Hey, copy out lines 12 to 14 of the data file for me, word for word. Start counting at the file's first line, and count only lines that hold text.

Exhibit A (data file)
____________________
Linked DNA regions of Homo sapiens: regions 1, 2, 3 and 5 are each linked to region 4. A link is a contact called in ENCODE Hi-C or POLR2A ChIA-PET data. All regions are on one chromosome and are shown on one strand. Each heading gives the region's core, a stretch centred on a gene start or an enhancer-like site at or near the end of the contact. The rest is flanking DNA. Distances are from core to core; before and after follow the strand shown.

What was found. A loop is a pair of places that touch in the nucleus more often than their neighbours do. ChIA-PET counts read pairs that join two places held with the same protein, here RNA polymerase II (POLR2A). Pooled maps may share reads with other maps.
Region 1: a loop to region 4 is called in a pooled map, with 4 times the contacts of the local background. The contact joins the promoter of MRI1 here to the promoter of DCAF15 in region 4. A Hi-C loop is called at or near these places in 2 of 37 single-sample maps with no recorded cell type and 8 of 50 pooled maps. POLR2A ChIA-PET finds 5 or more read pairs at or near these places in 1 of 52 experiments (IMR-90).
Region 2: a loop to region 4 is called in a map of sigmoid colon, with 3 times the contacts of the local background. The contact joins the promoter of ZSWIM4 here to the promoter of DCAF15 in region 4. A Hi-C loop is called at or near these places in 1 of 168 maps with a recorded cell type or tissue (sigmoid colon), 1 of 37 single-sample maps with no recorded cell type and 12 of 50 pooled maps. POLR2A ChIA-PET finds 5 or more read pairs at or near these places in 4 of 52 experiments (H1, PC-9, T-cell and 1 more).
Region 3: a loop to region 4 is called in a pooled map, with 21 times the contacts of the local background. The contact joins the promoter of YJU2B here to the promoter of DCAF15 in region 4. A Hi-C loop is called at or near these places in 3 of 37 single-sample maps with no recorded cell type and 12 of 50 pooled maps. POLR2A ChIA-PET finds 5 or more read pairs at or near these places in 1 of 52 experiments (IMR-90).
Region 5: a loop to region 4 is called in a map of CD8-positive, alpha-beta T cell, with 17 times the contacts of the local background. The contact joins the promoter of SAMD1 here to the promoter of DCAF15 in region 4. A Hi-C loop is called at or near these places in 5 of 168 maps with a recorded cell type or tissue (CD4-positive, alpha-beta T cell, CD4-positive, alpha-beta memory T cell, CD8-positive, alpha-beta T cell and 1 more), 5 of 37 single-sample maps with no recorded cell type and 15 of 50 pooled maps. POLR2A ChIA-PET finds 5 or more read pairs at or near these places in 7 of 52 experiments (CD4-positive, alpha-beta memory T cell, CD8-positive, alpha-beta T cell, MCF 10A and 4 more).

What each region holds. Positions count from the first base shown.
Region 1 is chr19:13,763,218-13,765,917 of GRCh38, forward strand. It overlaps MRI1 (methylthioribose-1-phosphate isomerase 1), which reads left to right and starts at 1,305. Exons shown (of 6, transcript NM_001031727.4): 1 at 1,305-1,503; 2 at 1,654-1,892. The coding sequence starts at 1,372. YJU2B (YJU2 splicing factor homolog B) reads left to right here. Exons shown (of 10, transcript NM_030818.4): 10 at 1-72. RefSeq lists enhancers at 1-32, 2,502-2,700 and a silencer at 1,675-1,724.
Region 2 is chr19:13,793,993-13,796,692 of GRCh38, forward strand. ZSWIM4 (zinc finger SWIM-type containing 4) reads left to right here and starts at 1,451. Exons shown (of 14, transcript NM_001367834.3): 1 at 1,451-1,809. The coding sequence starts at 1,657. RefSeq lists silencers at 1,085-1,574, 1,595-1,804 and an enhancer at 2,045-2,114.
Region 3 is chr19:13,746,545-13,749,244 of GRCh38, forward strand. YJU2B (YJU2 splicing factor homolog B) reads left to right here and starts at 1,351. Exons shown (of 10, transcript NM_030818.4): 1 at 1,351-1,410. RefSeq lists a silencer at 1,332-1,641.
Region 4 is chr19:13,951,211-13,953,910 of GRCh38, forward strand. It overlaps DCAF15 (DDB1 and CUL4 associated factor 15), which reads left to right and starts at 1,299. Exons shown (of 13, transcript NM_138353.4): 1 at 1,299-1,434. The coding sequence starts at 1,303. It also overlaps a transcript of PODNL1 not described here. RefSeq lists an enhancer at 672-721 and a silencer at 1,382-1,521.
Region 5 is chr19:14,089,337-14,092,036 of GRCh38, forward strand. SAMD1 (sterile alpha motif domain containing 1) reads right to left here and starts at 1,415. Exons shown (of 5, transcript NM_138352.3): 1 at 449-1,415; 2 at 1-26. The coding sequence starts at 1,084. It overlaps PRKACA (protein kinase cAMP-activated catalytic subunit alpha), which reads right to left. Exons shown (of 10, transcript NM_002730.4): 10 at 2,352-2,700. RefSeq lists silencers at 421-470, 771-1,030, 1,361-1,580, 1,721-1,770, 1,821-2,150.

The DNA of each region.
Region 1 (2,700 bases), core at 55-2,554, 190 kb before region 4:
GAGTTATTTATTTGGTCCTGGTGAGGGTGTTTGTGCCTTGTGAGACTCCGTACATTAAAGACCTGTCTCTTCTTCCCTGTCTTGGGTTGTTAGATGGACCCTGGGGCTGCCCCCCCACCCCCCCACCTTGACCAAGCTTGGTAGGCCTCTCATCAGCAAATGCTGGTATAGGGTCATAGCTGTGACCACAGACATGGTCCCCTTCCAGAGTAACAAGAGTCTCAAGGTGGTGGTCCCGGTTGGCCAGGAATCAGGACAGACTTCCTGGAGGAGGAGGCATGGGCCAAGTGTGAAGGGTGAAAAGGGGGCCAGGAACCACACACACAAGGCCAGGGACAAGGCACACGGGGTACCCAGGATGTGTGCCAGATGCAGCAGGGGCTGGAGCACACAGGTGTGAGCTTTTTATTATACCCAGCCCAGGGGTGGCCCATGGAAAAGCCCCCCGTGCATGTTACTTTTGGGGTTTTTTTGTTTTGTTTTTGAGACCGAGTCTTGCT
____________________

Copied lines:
Region 5 is chr19:14,089,337-14,092,036 of GRCh38, forward strand. SAMD1 (sterile alpha motif domain containing 1) reads right to left here and starts at 1,415. Exons shown (of 5, transcript NM_138352.3): 1 at 449-1,415; 2 at 1-26. The coding sequence starts at 1,084. It overlaps PRKACA (protein kinase cAMP-activated catalytic subunit alpha), which reads right to left. Exons shown (of 10, transcript NM_002730.4): 10 at 2,352-2,700. RefSeq lists silencers at 421-470, 771-1,030, 1,361-1,580, 1,721-1,770, 1,821-2,150.

The DNA of each region.
Region 1 (2,700 bases), core at 55-2,554, 190 kb before region 4: